Following the last two blogposts about The Rise and Rise of the Writer-Performer Sitcom (Part 1 here and Part 2 here), David Isaac had some thought. So I invited him to write up. David Isaac is a comedy writer based in Manchester. His TV credits include Lunch Monkeys, Not Going Out and Life of Riley, amongst others. He also teaches a six week commercially focused course entitled Writing and Selling TV Comedy. (The next one starts in London on July 12th. More info here.)
David Isaac writes:
Writing a sitcom script is very hard. Writing a great sitcom script is even harder. Writing a great sitcom script that turns into a great sitcom episode is so hard it is literally beyond your control. All you can do, as a writer, is do your best to transfer what is in your head, into your fingers, through the keyboard and ultimately on to the page.
|Pic by R. S. Donovan via Flickr|
The problem is that there are too many gaps in the process from the wonderful sitcom that is floating around inside your mind, to the award –winning show that appears on the world’s TV screens 4 years later.
Gap 1 - Imagination & Ability
The first gap is the gulf between your imagination and your ability. What you think of may actually be better than what you write. The best way to bridge this gap is practice. Quite simply, the more you write, the better you get. Learn the art. Watch great shows, read great scripts and keep writing. A producer can also help with this bridge by guiding you with notes to make your script better. Important advice: always listen to your producers. Chances are they are more experienced than you, and ultimately they want to help you build that bridge so that what is in your mind can cross the gap and appear on the page.
Gap 2 - Writer & Actor
The next gap is the one between writer and actor. This isn’t necessarily a bad gap, but it is a gap nevertheless. What the writer puts on the page is open to being interpreted differently by the actor. The actor will put their own spin on your words. Great actors will make it better, not-so-great actors may make it worse. At this point, take a break from reading and go and find a Friends script. Any script will do. Make several copies, invite some of your own friends over and have a little read through. See how the jokes don’t flow, and don’t leap off the page. Or maybe they do, in which case you should contact a casting director and get yourself some work in sitcom.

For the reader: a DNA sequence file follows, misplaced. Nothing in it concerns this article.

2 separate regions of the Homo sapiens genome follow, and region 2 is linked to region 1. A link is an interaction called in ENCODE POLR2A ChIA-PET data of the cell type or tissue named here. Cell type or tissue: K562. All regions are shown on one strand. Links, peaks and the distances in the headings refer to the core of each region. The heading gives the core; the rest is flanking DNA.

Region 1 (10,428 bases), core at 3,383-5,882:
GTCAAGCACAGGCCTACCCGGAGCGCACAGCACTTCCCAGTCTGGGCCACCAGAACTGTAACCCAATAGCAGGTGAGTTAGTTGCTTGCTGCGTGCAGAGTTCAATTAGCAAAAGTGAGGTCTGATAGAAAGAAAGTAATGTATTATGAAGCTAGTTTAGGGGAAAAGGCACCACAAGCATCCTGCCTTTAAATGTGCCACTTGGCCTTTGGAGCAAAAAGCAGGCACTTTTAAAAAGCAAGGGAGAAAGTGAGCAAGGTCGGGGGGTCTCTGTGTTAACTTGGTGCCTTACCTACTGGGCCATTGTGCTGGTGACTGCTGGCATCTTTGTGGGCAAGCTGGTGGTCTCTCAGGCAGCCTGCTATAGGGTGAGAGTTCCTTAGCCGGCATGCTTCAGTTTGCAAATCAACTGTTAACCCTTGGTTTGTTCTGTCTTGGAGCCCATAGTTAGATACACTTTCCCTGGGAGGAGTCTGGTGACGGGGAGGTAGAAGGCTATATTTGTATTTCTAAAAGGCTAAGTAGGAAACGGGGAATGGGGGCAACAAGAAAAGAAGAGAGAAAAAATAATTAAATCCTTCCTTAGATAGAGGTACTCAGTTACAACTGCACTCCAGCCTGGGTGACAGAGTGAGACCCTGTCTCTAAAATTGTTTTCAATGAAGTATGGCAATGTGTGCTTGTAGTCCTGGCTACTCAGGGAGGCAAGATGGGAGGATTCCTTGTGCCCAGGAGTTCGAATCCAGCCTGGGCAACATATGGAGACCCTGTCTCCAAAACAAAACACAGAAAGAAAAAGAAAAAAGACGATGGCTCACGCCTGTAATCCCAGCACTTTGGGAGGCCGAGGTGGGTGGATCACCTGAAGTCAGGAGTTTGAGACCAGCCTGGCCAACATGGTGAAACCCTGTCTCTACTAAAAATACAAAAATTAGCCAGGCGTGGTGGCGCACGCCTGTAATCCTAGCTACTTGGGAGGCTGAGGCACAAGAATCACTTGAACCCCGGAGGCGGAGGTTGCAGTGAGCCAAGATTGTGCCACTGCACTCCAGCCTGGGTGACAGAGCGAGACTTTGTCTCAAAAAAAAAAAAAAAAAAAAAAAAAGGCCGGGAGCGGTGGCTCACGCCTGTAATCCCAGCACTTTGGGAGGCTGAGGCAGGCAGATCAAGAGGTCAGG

Now go and watch that episode of Friends and watch how some seriously talented comedy actors bring that script to life. Watch how their actions inform the words; listen to the subtle intonations; watch as their comic timing and reactions get more laughs from the audience. Many of these moments will not have been scripted, but those brilliant comedy actors interpreted the script in that way.
One way of bridging this writer/actor gap is to use the same people – writer-performers. They write their own words and then perform them, so no gap exists. In a script written by a writer who doesn’t perform, the job of bridging this gap is not down to you Mr (or Mrs) Writer; it is down to the director. The director is the one who will help the actors understand how the words on your page should be performed.
Gap 3 - Writer & Director
This brings us neatly on to gap number 3, that between writer and director. Writers tend to work in words, directors work with images. Obviously, as writers, we try to think visually, but sadly we are restricted to expressing those visuals via the medium of script. If only people could just see inside our heads, life would be so much easier.
A director must look at your script in order to work out what is going on. Once again, they will probably interpret what you have written differently from how you intended it to ultimately be seen.